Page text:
AUSTRALIAN Competition and Consumer Commission chief Graeme Samuel has run out of patience with carriers and internet providers that use misleading and deceptive advertising to sell broadband services.
The ACCC published a detailed set of guidelines for internet providers last week on how they should advertise broadband speeds without falling foul of the Trade Practices Act.
Mr Samuel said they were a third and final warning to ISPs to comply with consumer protection laws or face sanctions.
We "have our eye on certain ISPs that we think are perhaps slow to learn what misleading and deceptive conduct is about", he said.
"They have no excuses any more because they've had three levels of warning. It shouldn't take people too long to understand what being honest is about and what misleading and deceiving consumers is about, and they know it. Time's up."
Penalties for breaching the act range from court orders to correct advertising to fines of $1.1 million.
Mr Samuel said parts of the act dealing with misleading and deceptive conduct were the ISPs' first warning.
He delivered the second in a speech he made in October, when he criticised ISPs for advertising that their services could reach certain speed thresholds when most consumers were unlikely to obtain them.
The ACCC was particularly critical of ISPs using the terms "up to" and "maximum" to advertise high-speed ADSL2+ broadband services.
According to the ACCC, advertised maximum speeds should be based on those likely to be achieved by a majority of customers.
Two major ISPs have agreed to review their broadband advertising practices.
06 Feb 07 - Mobiles could replace GPS
The Sydney Morning Herald, 06/02/07
THE humble mobile phone has emerged as a threat to the expensive GPS systems transport companies use to track their fleets.
There is a growing band of Australian companies using mobile phones to track the position of cars and trucks.
Such services, which allow businesses to locate assets and streamline jobs, have long been a staple of the transport industry, using in-vehicle global positioning system (GPS) units, which pinpoint cars or trucks to a matter of metres.
This allows them to ensure drivers comply with road safety laws while also enhancing a transport company's services by making them more predictable.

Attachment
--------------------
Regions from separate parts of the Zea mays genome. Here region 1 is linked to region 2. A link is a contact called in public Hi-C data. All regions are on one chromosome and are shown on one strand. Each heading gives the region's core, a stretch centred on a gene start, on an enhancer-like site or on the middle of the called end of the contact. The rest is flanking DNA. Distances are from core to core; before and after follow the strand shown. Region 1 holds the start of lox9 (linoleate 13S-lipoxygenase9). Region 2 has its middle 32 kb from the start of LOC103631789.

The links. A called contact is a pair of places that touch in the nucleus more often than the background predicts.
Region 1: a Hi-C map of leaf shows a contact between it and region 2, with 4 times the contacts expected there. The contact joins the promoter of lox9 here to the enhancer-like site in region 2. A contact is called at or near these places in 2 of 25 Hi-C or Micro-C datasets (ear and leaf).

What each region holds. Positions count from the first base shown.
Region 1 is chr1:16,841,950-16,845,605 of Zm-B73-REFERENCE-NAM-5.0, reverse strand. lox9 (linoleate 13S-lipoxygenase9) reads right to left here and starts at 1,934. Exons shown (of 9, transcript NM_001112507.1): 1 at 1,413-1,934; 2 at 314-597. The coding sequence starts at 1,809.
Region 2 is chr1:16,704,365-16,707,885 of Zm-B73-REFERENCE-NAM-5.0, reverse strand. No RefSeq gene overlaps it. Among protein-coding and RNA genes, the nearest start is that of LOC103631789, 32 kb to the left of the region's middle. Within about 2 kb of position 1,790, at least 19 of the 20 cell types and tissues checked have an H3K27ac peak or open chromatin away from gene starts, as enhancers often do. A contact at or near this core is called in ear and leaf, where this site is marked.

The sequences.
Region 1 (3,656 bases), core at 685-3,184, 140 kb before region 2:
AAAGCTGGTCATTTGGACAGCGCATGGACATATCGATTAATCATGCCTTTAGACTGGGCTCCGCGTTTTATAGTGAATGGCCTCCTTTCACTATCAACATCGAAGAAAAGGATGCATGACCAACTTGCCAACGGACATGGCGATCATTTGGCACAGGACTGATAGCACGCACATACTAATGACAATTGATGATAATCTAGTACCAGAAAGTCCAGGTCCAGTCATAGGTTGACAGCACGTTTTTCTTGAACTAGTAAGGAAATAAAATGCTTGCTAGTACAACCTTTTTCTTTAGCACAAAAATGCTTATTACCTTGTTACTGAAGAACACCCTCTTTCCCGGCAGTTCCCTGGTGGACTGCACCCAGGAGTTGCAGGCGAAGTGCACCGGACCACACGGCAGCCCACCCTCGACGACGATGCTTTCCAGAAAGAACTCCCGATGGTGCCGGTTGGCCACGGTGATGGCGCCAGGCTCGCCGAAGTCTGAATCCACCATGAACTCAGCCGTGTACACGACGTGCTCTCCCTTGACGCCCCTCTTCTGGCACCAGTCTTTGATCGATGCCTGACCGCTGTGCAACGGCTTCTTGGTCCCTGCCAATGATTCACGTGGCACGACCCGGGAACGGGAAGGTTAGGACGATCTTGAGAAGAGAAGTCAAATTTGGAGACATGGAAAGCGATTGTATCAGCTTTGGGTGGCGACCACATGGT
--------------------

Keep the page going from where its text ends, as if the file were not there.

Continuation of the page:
At Roadmaster, that cost becomes difficult to justify at peak times for the transport industry when the company hires subcontractors to ensure it can meet demand. When it does so, it is still obliged to prove that drivers are observing the law and its customers still want the same level of service. Yet the prospect of spending $1000 to equip someone else's vehicle with GPS equipment is not pleasant.
Enter Tenzeng, GoFinder and LocateMy Communications Group, three companies that use Telstra's mobile networks to deliver the same kind of location-tracking offered by GPS, but instead require drivers to possess only a mobile phone. This data makes it possible to pinpoint a mobile phone to within 200 metres, even if a driver goes indoors. top
02 Feb 07 - Ceasefire in iPhone lawsuit
The Sydney Morning Herald, 02/02/07
Apple and Cisco Systems are apparently suspending their court battle over the iPhone to return to the negotiations table.
Although Cisco's lawsuit against Apple remains pending, the two companies have agreed to extend the time Apple has to respond so that the parties can discuss trademark rights and interoperability.
The aim, they said, is to reach an agreement over the matter.
Cisco, which makes routers and switches to link networks and power the internet, has owned the trademark on the name "iPhone" since 2000 and began shipping its own line of iPhone-branded internet-enabled phones in late 2006.
Then when Apple announced its mobile phone-iPod-internet communications device last month and called it "iPhone," negotiations between the tech companies ended with a loud thud. Cisco sued Apple the following day claiming trademark infringement.
Under federal law, two companies may share a trademark as long as their uses aren't confusingly similar. Apple has battled another Apple over trademark before: Apple Corps, the Beatles' recording company, had sued the computer company over its entry into the music business. Despite the more recent legal skirmish, Cisco is pushing ahead with its own Linksys iPhone. It took out a full page ad in Thursday's edition of The New York Times to promote the product and included the small "R" for registered trademark next to the name.
The ad, touting "iPhone: More than talk!" featured two women sitting back to back on a grassy field, one using a phone and the other a laptop - an Apple laptop. top